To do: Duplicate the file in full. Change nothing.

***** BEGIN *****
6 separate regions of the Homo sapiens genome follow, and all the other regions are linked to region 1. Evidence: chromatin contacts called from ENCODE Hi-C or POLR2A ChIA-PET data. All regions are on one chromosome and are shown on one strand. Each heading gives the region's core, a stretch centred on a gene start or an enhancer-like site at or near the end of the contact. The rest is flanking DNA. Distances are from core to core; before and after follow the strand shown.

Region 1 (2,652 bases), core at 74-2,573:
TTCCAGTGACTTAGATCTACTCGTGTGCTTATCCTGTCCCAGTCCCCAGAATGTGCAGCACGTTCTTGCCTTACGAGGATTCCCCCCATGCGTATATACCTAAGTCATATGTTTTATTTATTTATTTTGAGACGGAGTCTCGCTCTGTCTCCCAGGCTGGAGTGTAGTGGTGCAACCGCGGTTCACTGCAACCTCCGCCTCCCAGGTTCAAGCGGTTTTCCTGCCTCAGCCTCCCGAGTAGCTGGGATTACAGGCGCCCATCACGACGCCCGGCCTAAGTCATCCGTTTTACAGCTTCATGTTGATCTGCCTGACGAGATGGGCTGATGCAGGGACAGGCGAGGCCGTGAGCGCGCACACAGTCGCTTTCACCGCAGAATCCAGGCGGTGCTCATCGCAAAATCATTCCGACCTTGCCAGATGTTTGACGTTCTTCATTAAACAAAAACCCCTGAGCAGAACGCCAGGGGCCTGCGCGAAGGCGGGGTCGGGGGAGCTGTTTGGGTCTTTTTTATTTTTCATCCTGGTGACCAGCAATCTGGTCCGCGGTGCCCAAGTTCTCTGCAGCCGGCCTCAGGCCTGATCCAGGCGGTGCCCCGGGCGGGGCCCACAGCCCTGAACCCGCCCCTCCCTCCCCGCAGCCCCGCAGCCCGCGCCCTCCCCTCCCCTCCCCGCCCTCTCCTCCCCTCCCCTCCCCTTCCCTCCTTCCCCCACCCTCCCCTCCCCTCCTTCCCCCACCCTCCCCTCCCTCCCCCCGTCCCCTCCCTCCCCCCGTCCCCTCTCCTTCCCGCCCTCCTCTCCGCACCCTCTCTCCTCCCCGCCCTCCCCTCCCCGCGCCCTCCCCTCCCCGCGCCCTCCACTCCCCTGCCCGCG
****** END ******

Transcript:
6 separate regions of the Homo sapiens genome follow, and all the other regions are linked to region 1. Evidence: chromatin contacts called from ENCODE Hi-C or POLR2A ChIA-PET data. All regions are on one chromosome and are shown on one strand. Each heading gives the region's core, a stretch centred on a gene start or an enhancer-like site at or near the end of the contact. The rest is flanking DNA. Distances are from core to core; before and after follow the strand shown.

Region 1 (2,652 bases), core at 74-2,573:
TTCCAGTGACTTAGATCTACTCGTGTGCTTATCCTGTCCCAGTCCCCAGAATGTGCAGCACGTTCTTGCCTTACGAGGATTCCCCCCATGCGTATATACCTAAGTCATATGTTTTATTTATTTATTTTGAGACGGAGTCTCGCTCTGTCTCCCAGGCTGGAGTGTAGTGGTGCAACCGCGGTTCACTGCAACCTCCGCCTCCCAGGTTCAAGCGGTTTTCCTGCCTCAGCCTCCCGAGTAGCTGGGATTACAGGCGCCCATCACGACGCCCGGCCTAAGTCATCCGTTTTACAGCTTCATGTTGATCTGCCTGACGAGATGGGCTGATGCAGGGACAGGCGAGGCCGTGAGCGCGCACACAGTCGCTTTCACCGCAGAATCCAGGCGGTGCTCATCGCAAAATCATTCCGACCTTGCCAGATGTTTGACGTTCTTCATTAAACAAAAACCCCTGAGCAGAACGCCAGGGGCCTGCGCGAAGGCGGGGTCGGGGGAGCTGTTTGGGTCTTTTTTATTTTTCATCCTGGTGACCAGCAATCTGGTCCGCGGTGCCCAAGTTCTCTGCAGCCGGCCTCAGGCCTGATCCAGGCGGTGCCCCGGGCGGGGCCCACAGCCCTGAACCCGCCCCTCCCTCCCCGCAGCCCCGCAGCCCGCGCCCTCCCCTCCCCTCCCCGCCCTCTCCTCCCCTCCCCTCCCCTTCCCTCCTTCCCCCACCCTCCCCTCCCCTCCTTCCCCCACCCTCCCCTCCCTCCCCCCGTCCCCTCCCTCCCCCCGTCCCCTCTCCTTCCCGCCCTCCTCTCCGCACCCTCTCTCCTCCCCGCCCTCCCCTCCCCGCGCCCTCCCCTCCCCGCGCCCTCCACTCCCCTGCCCGCG